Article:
Design of a multiple-microprocessor architecture for a printer and a communication controller to interface it to the IEEE-488 bus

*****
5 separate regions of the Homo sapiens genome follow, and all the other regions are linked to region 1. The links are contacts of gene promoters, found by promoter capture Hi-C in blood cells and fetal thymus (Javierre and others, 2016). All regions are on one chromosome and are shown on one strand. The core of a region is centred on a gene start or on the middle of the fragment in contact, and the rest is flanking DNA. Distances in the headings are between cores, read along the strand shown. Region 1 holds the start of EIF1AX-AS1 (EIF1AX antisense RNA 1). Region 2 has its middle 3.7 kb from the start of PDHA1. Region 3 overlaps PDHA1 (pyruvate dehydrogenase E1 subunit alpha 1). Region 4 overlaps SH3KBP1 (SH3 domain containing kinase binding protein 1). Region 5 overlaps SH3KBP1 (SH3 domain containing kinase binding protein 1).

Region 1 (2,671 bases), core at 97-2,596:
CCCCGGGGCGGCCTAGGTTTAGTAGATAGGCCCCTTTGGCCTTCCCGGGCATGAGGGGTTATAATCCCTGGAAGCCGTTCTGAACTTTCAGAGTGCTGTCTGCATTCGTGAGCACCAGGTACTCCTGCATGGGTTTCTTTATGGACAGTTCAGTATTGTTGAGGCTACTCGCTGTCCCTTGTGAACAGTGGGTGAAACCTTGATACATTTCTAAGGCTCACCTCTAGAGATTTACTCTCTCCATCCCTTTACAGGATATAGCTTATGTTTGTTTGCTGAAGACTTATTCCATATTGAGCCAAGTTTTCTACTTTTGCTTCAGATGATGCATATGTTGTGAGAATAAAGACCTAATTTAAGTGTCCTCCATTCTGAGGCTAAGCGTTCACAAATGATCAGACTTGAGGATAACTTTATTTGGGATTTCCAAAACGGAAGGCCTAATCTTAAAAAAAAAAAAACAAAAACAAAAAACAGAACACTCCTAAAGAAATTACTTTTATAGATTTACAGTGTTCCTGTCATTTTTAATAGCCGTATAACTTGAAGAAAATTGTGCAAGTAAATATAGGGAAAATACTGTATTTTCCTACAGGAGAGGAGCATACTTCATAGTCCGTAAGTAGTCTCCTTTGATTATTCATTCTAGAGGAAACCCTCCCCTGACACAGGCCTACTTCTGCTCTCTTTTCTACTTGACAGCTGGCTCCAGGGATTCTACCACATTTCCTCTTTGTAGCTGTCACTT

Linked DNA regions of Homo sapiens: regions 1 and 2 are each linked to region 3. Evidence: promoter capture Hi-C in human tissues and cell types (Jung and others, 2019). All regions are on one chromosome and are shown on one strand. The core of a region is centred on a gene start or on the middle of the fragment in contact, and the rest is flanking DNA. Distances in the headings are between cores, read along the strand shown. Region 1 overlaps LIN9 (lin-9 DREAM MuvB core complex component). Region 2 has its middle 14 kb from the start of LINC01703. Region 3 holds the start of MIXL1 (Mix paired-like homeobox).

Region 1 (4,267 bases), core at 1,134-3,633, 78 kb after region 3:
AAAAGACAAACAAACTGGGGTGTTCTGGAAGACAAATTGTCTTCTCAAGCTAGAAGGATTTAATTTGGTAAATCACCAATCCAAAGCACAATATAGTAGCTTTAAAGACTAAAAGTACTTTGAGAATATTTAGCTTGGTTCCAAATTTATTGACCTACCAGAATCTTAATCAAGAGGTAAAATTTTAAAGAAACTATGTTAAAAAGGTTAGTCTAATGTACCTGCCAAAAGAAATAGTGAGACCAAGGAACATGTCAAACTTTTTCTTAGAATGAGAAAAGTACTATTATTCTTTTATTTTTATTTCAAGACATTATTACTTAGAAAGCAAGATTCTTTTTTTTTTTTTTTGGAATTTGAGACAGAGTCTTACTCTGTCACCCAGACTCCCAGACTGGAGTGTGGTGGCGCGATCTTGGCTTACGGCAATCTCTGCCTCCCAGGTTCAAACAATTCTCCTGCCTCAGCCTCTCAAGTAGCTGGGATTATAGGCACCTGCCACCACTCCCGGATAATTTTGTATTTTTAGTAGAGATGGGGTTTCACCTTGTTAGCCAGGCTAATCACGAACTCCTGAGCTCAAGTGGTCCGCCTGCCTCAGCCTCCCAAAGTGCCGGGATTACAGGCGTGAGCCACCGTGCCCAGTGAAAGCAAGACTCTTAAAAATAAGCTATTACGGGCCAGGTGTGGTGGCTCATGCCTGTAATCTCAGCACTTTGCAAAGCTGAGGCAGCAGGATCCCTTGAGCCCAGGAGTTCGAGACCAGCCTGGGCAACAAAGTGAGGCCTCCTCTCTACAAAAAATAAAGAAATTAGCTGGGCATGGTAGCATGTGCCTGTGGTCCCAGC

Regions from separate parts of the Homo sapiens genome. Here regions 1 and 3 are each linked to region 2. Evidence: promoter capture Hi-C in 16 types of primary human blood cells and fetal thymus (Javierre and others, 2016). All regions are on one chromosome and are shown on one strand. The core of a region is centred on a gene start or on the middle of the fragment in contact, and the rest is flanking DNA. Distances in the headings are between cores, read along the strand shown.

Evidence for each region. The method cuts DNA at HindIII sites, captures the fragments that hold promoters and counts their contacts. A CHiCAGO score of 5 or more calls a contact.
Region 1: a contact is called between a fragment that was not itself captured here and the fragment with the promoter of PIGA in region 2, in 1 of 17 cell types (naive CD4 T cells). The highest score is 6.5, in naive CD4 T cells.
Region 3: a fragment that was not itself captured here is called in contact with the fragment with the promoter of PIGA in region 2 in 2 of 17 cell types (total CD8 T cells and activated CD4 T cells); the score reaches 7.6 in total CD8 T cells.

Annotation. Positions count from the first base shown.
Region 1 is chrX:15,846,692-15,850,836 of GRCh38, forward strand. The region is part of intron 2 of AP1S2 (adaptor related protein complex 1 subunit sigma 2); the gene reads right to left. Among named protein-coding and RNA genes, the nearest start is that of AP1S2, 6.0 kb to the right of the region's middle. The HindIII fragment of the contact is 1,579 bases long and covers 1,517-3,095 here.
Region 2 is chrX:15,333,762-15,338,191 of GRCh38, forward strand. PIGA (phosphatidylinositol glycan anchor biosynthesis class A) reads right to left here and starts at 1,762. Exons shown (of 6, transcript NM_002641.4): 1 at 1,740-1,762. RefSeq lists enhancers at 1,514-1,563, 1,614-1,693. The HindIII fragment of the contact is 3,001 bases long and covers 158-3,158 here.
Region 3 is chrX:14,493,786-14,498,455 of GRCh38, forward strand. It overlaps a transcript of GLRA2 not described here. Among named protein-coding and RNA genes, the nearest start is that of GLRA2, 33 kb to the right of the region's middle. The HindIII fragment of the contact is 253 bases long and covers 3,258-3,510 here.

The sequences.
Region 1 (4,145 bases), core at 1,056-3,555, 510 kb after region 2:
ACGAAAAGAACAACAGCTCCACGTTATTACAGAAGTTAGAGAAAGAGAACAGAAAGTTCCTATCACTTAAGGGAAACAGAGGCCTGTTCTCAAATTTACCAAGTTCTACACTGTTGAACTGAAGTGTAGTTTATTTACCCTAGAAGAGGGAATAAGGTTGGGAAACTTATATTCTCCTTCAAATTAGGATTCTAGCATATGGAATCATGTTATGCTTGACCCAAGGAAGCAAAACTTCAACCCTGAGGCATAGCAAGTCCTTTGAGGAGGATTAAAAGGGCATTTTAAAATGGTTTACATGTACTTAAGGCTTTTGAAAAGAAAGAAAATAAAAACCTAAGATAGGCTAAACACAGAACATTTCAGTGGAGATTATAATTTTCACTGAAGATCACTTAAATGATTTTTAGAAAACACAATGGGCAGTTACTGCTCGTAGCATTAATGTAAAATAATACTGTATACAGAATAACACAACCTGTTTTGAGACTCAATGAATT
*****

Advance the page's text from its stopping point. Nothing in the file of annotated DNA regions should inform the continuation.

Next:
The interprocessor communication structure for a multiple processor implementation of a printer and IEEE- 488 interface controller are developed in a top-down approach. The system design and interprocessor communication structure is developed for the entire printer, along with the detailed design of the IEEE-488 interface module. The printer's architecture is modular, with a different processor module handling each of the three real-time interfaces of the printer- the mechanism interface, the operator interface, and the communication interface. This modularity allows both the hardware and the software of each module to be tailored to the specific requirements of the interface it is controlling. Furthermore, this modularity makes it possible to exchange one module for another with a different kind of real-time interface, without disturbing the rest of the system. One additional requirement of the interprocessor communication technique is that it must be suitable for use with a menu-driven operator interface. To set the programmable features of the printer the operator will make selections from a menu of choices printed on the paper. This allows an indefinitely long list of parameters to be programmed with only a small number of keys on the printer's control panel. And by having some intelligence built into the menu, the operator is relieved of the requirement of having to understand potentially complicated interrelations between programmable parameters. The printer's architecture is developed by first presenting a set of specific requirements which define what the system is expected to do. Processes are then identified which will meet the stated requirements, and the influence of factors such as speed and modularity on process identification is shown. Each process is then defined in detail, using precedence graphs to show parallel as well as sequential functions. Once the individual processes are defined, process interaction is then studied, by closely examining interactions between processes within and bordering on the IEEE-488 module. A notation is presented for reducing complex interactions into a manageable form. After the software structure has taken shape, the hardware on which it runs is developed. A three-processor, shared-memory, moderately coupled system is presented which meets the requirements. Interprocessor communication is both by message passing and by direct sharing of a character-oriented FIFO buffer. Hardware and software considerations for solving the mutual exclusion problem for direct-shared-memory communication are presented in detail, along with the requirements for orderly passing of messages. Finally, the detailed design is presented. The design of the hardware modules is shown on the block level, and the details of the shared-bus logic are presented. Software interactions between each pair of processes within and bordering on the IEEE-488 module are described.